| Read Time: 2 minutes | DUI

Although marijuana has gained greater social acceptance in recent years–particularly as a medicinal drug–it remains a dangerous controlled substance under federal and state law. And while Florida voters approved the limited manufacture and use of medicinal cannabis as part of a statewide constitutional amendment, that does not mean you can simply smoke a joint in public whenever you feel like it. To the contrary, it remains illegal to smoke marijuana in public–or to drive a car while under the influence of any cannabis-containing product.

Raising Awareness of Impaired Driving Laws

“Driving baked” may not get as much attention as traditional drunk driving. But according to Florida law, a person is just as guilty of a DUI if they are under the influence of a “controlled substance…when affected to the extent that a person’s normal faculties are impaired.” This means that you can be charged with DUI if police officers have proof that you are “driving baked” or even simply impaired because you took too much cold medicine.

As part of the implementation of the medical cannabis constitutional amendment, the Florida Legislature directed the Department of Highway Safety and Motor Vehicles to implement a “statewide impaired driving education campaign to raise awareness and prevent marijuana-related and cannabis-related impaired driving.” The Legislature set aside $5 million in Florida’s 2018 budget specifically for this education campaign. The campaign itself includes conducting surveys to evaluate “awareness” of Florida laws related to impaired driving, as well as traditional mass-media advertising.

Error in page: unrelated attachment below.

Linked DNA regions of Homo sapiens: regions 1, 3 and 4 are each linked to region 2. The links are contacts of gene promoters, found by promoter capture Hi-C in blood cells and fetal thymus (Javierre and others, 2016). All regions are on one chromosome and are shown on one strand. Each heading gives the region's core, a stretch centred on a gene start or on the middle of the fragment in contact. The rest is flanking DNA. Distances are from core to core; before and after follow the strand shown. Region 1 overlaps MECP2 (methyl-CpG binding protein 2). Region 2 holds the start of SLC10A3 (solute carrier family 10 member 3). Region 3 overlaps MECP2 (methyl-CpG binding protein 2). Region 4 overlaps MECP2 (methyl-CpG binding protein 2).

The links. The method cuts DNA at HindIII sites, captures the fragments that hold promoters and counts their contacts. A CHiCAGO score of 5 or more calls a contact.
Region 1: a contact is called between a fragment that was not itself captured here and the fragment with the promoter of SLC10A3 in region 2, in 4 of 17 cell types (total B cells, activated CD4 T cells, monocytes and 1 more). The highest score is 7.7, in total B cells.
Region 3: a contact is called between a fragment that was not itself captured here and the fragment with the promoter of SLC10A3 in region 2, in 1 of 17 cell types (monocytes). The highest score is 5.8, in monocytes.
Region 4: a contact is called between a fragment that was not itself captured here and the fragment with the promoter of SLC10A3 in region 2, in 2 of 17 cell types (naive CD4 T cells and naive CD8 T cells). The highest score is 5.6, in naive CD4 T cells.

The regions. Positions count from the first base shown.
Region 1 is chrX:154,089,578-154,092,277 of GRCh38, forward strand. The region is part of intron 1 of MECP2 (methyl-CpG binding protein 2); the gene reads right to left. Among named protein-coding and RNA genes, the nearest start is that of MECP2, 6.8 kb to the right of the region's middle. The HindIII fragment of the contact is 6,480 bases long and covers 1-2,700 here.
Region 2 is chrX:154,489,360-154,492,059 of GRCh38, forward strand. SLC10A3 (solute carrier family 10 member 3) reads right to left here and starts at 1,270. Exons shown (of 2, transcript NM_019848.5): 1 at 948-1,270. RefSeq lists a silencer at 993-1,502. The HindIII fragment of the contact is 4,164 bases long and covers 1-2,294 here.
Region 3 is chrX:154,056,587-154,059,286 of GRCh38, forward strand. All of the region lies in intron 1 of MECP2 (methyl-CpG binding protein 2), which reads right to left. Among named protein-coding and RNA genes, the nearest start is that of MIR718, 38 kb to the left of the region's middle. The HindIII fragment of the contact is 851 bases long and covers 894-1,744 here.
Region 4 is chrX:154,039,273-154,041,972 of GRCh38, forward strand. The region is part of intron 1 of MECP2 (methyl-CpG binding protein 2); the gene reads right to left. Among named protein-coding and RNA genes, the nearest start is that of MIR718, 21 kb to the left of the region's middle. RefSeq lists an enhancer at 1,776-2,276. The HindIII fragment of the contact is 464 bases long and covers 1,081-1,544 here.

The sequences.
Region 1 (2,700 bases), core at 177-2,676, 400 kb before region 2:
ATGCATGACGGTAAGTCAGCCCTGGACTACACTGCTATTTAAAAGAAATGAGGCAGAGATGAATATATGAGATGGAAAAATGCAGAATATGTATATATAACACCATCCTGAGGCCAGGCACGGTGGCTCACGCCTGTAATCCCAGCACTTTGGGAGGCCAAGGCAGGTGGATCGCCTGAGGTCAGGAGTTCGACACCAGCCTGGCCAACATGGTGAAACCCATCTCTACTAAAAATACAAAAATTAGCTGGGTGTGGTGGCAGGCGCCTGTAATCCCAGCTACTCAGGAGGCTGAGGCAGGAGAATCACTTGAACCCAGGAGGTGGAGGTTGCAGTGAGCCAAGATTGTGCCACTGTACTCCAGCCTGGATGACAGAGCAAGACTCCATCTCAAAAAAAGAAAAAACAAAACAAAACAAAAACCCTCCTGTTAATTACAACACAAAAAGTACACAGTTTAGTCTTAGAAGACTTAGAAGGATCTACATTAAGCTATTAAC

With respect to the latter, the Department released its first television ad in April 2018. The 30-second commercial, narrated by a Florida Highway Patrol trooper, reminds drivers to think about their fellow passengers, other motorists, and bicyclists before getting behind the wheel while impaired. The ad ends with the Trooper warning drivers, “You’ll answer to us. Drive baked, get busted.”

According to a January 2018 report prepared in connection with the launch of the campaign, the priority for these ads is to “make clear and direct links to the negative consequences for marijuana-impaired driving in a memorable and conversational way to create true behavior change.” The report noted the target audience for the ads includes younger drivers between the ages of 18-34. The Department also plans to conduct follow-up surveys beginning in July to assess overall statewide awareness of impaired driving laws as they relate to marijuana and cannabis.

Get Help with a Drug-Related DUI Charge in Orlando

Drug-impaired driving cases are often much more complicated than traditional DUI, since law enforcement cannot simply rely on a breath-analysis to determine impairment. So if you are pulled over by a DHP trooper or an Orlando police officer on suspicion of driving under the influence of a controlled substance, remember you have the right to remain silent and speak with a qualified Orlando criminal defense lawyer. Call Moses & Rooth, Attorneys at Law, at (407) 377-0150 to speak with a DUI lawyer today.

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Andrew Moses

Andrew has been practicing criminal law his entire career. After graduating from law school he began working as an Assistant State Attorney prosecuting cases in Orange and Osceola Counties. During his time as an Assistant State Attorney, Andrew handled all types of cases ranging from misdemeanors to such serious felonies as drug trafficking and armed robbery. His experience as a prosecutor helped him gain perspective of the criminal justice system and how the government established its cases.

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